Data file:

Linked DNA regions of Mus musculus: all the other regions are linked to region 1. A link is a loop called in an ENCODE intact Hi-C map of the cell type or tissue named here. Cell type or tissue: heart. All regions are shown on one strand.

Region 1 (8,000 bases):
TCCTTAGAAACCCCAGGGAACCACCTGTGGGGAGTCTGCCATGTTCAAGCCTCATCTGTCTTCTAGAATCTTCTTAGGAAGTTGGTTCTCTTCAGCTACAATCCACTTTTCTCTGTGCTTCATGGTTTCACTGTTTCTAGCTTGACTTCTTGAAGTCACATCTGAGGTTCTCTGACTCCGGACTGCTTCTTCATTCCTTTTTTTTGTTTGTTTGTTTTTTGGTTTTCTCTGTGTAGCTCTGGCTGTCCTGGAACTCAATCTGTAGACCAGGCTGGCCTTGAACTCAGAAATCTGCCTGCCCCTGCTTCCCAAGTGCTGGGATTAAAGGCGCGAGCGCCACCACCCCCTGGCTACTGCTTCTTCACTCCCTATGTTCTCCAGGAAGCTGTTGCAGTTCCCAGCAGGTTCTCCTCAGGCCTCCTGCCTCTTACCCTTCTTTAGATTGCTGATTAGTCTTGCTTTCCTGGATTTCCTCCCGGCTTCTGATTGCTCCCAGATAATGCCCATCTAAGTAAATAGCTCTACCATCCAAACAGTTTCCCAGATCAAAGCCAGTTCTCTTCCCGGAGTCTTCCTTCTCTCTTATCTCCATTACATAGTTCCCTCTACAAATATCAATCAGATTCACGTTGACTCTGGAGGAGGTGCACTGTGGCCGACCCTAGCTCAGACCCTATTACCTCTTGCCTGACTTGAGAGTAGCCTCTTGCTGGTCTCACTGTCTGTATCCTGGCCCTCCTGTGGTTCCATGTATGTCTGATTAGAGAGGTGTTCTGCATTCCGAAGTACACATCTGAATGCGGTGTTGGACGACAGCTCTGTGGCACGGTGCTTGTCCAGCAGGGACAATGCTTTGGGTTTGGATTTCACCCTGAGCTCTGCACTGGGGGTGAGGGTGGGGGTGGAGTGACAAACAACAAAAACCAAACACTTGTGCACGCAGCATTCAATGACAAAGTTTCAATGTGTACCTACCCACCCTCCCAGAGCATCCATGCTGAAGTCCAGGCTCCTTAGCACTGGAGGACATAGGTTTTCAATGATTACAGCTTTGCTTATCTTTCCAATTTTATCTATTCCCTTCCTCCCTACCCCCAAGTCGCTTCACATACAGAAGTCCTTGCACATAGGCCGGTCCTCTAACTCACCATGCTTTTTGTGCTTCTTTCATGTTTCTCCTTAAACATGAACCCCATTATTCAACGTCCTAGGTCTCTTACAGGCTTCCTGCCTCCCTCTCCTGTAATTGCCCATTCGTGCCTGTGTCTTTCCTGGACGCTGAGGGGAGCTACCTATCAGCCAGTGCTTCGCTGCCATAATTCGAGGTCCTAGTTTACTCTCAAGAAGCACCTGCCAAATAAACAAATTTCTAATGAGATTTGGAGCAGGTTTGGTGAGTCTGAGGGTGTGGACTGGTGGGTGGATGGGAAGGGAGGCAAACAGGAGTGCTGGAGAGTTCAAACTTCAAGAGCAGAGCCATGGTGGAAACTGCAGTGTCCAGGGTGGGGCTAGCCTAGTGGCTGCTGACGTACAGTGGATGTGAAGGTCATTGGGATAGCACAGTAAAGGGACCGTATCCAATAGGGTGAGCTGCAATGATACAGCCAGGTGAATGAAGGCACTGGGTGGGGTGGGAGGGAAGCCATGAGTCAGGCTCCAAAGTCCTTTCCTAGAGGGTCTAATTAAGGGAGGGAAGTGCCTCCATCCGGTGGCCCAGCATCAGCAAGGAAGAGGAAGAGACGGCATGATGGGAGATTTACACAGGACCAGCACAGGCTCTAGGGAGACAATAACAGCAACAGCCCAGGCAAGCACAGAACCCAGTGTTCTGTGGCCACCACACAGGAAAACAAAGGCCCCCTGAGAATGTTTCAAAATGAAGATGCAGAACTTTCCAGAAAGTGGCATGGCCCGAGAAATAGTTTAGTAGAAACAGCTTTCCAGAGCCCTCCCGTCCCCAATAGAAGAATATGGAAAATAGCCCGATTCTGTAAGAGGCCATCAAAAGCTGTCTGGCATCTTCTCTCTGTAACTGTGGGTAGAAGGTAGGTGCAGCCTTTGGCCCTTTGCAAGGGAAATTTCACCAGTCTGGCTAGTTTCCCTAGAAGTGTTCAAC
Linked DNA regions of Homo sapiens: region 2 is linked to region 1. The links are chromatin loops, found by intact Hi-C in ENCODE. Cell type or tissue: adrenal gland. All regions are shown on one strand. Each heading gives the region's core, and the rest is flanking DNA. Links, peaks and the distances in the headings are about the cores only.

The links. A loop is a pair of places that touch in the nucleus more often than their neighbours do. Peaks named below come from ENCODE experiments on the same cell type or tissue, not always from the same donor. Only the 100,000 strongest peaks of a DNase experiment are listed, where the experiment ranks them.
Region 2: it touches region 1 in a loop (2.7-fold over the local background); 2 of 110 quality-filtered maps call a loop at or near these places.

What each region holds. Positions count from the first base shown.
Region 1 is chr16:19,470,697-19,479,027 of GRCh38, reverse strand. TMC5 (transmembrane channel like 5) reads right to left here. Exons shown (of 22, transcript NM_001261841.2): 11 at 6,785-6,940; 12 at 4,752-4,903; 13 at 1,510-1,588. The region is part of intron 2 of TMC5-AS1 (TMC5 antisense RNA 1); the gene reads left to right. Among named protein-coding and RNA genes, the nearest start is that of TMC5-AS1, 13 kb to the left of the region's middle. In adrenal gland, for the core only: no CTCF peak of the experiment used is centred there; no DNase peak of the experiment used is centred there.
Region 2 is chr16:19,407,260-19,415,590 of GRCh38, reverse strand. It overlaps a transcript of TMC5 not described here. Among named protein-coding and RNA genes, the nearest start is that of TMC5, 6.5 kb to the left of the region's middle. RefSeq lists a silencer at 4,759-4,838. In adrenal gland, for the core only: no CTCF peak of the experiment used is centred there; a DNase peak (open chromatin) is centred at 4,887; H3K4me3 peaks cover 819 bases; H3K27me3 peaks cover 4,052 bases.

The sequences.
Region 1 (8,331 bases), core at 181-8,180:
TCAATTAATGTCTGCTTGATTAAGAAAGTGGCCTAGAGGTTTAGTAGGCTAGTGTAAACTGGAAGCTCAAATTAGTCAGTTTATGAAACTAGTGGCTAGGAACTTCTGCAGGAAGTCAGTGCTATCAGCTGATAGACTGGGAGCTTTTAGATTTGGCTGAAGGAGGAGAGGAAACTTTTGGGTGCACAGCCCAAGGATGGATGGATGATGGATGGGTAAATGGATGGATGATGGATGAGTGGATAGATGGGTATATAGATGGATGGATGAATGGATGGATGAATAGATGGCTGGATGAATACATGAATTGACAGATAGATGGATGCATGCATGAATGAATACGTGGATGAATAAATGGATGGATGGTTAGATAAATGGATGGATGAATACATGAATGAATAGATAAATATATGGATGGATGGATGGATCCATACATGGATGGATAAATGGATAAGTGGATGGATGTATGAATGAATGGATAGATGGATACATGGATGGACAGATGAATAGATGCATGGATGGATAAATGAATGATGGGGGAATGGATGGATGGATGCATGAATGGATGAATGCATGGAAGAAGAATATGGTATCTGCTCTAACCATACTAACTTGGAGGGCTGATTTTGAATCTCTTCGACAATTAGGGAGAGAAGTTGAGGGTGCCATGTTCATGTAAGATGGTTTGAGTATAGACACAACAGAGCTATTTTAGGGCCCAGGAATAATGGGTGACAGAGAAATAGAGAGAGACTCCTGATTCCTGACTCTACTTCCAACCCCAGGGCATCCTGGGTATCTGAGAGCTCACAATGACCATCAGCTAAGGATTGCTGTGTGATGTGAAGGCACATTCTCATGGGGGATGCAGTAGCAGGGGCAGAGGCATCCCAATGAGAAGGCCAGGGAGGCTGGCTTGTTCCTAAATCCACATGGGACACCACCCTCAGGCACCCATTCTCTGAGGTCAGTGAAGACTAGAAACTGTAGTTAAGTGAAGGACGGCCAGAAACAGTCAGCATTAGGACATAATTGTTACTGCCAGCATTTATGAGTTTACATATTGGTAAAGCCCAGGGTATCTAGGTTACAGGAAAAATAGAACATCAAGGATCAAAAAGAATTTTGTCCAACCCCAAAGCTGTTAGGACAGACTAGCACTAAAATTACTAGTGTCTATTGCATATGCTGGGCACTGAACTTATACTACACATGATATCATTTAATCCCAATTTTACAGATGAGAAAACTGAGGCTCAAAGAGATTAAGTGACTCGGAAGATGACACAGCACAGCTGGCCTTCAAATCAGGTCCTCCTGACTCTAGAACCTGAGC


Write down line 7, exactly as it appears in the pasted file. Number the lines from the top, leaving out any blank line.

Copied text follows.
What each region holds. Positions count from the first base shown.